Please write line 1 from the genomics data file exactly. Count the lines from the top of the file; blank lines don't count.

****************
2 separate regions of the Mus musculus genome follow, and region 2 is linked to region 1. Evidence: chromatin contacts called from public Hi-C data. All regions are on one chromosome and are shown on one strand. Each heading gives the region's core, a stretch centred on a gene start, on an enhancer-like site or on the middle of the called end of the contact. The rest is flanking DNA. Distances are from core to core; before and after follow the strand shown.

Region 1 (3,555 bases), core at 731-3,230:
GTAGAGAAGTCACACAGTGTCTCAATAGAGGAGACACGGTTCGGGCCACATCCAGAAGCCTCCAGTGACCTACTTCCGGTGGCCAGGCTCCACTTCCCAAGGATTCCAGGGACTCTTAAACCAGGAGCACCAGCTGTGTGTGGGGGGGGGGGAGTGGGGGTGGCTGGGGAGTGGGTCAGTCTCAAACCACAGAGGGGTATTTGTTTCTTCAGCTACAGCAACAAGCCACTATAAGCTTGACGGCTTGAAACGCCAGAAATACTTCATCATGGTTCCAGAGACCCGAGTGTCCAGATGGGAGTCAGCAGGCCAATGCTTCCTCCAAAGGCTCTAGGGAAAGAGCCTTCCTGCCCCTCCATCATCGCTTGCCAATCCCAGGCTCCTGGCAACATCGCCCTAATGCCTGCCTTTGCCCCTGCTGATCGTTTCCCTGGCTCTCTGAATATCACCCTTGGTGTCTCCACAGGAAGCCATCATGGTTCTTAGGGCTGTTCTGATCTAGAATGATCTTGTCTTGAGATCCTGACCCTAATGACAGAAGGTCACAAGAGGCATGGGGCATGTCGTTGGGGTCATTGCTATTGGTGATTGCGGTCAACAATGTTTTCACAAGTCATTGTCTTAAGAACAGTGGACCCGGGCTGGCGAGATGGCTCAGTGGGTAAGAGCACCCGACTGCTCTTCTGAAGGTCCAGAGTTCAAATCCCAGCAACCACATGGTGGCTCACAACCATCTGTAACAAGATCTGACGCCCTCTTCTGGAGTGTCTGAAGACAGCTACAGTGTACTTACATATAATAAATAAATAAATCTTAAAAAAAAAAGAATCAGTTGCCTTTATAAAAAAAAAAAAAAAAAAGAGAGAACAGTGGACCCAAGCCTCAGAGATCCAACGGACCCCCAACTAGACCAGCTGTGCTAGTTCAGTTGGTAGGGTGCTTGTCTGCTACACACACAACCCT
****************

2 separate regions of the Mus musculus genome follow, and region 2 is linked to region 1. Evidence: chromatin contacts called from public Hi-C data. All regions are on one chromosome and are shown on one strand. Each heading gives the region's core, a stretch centred on a gene start, on an enhancer-like site or on the middle of the called end of the contact. The rest is flanking DNA. Distances are from core to core; before and after follow the strand shown.